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Obamacare looks likely to survive. What does that mean for the future of health care?

On Tuesday, the Supreme Court began hearing oral arguments in the latest Republican-backed case to end the Affordable Care Act, more commonly known as Obamacare. Besides the case being yet another attempt from Republicans to eliminate the health care law, it’s also the first major issue to come before the newly minted 6-3 conservative majority on the Supreme Court, and the first opportunity for Justice Amy Coney Barrett to weigh in on a high-profile issue. The possibility that the high court would overturn the ACA was a major concern for liberals after Barrett’s rushed confirmation — but if the opening day of oral arguments is any indication, it seems like the court will leave the ACA alone for now.

Since the Affordable Care Act’s passage in 2010, the Republican Party has put the law through a veritable legal saga, fighting against the ACA in the Supreme Court several times over the past decade. This week’s case focuses on the ACA’s “individual mandate” clause, which originally created a penalty that most Americans had to pay if they didn’t have some kind of insurance, either through the ACA marketplace or via a private insurer.

The fine was meant to incentivize generally healthy and/or uninsured Americans to buy into the health care plan, which helps keep costs low for people with pre-existing conditions or other health issues. But in 2017, the Republican-led Congress reduced that tax to $0, hoping to undermine the enrollment incentive and while also throwing the validity of the “individual mandate” portion of the law into question. According to CNN though, more than 11.4 million people enrolled in the ACA in both 2019 and 2020 even though the penalty was no longer in place, suggesting that Americans are happy to enjoy affordable health insurance and need little incentive to do so.

But in this week’s SCOTUS case, led by Texas alongside more than a dozen other states, Republicans are arguing that the “individual mandate” clause is now unconstitutional. And based on that, they’re arguing that the entire 900-page law expanding health care access is now unconstitutional. CNBC reported that all six of the court’s conservative justices “seemed sympathetic” to the case’s arguments, but that both Chief Justice John Roberts and Justice Brett Kavanaugh don’t seem convinced that issues with the one clause justify overturning the entire law. It’s worth noting that Roberts actually broke with his conservative colleagues in a 2012 Supreme Court case against the ACA, siding with the court’s liberal justices as the deciding vote that ultimately preserved the law.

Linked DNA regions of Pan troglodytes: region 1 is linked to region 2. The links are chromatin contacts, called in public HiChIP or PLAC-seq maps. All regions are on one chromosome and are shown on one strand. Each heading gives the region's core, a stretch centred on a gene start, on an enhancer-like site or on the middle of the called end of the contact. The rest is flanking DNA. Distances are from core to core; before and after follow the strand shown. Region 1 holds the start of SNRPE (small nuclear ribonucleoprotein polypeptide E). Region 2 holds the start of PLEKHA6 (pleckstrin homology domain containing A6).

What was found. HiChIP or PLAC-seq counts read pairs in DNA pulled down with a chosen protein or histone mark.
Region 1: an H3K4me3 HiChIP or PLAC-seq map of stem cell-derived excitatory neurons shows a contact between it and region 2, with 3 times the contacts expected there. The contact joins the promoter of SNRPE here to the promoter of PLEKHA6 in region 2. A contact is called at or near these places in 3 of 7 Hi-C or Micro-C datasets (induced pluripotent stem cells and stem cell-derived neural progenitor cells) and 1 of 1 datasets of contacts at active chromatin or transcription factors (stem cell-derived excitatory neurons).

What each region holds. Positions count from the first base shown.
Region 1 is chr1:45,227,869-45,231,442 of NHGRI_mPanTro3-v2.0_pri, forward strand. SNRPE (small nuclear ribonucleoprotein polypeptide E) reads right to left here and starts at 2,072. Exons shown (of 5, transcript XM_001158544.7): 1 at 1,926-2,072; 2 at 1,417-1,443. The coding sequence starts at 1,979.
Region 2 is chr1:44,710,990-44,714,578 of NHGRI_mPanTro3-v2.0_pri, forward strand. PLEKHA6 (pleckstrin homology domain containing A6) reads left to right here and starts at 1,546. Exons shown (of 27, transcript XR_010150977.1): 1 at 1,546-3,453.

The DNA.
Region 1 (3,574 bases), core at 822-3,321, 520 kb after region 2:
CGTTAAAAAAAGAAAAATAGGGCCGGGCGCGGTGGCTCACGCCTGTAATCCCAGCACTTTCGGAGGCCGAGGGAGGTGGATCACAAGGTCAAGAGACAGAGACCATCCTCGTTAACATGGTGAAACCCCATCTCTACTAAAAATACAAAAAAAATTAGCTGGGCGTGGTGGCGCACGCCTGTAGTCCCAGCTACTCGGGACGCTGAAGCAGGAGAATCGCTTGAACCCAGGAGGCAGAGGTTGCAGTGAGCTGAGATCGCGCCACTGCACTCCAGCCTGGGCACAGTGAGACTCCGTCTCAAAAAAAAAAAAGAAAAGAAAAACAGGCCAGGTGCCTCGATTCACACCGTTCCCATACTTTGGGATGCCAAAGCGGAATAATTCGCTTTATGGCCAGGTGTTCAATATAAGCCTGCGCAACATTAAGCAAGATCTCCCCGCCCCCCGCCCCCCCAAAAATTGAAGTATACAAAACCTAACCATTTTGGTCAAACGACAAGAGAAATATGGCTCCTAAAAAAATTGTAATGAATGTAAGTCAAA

If they side with the court’s three liberals — Justices Stephen Breyer, Sonia Sotomayor, and Elena Kagan — Roberts and Kavanaugh would ensure the 5-4 majority needed to keep the law intact. Assuming this unexpected but certainly welcome tone holds through the entirety of oral arguments, and the conservative-leaning court does in fact rule to keep the Affordable Care Act, it could suggest that perhaps conservative opinions around health care access could be shifting ever so slightly. Maybe the presumption that all conservatives and all Republicans are against the ACA no longer holds water; maybe coronavirus’s nearly year-long ravaging of the country and the reality of the nation’s rising medical debt has made opinions on health care more fluid.

Could this changing landscape soften partisan politics just enough for progressive Democrats to build on popular opinion and momentum and make a real push for Medicare-for-All? It’s premature to say all that based on one day’s worth of oral arguments, but the idea of government-provided health care has been steadily gaining popularity. Despite Trumpism’s lasting impact, it's worth asking whether with the right strategy, Medicare-for-All might not be the pie-in-the-sky policy proposal some politicians would have us all believe.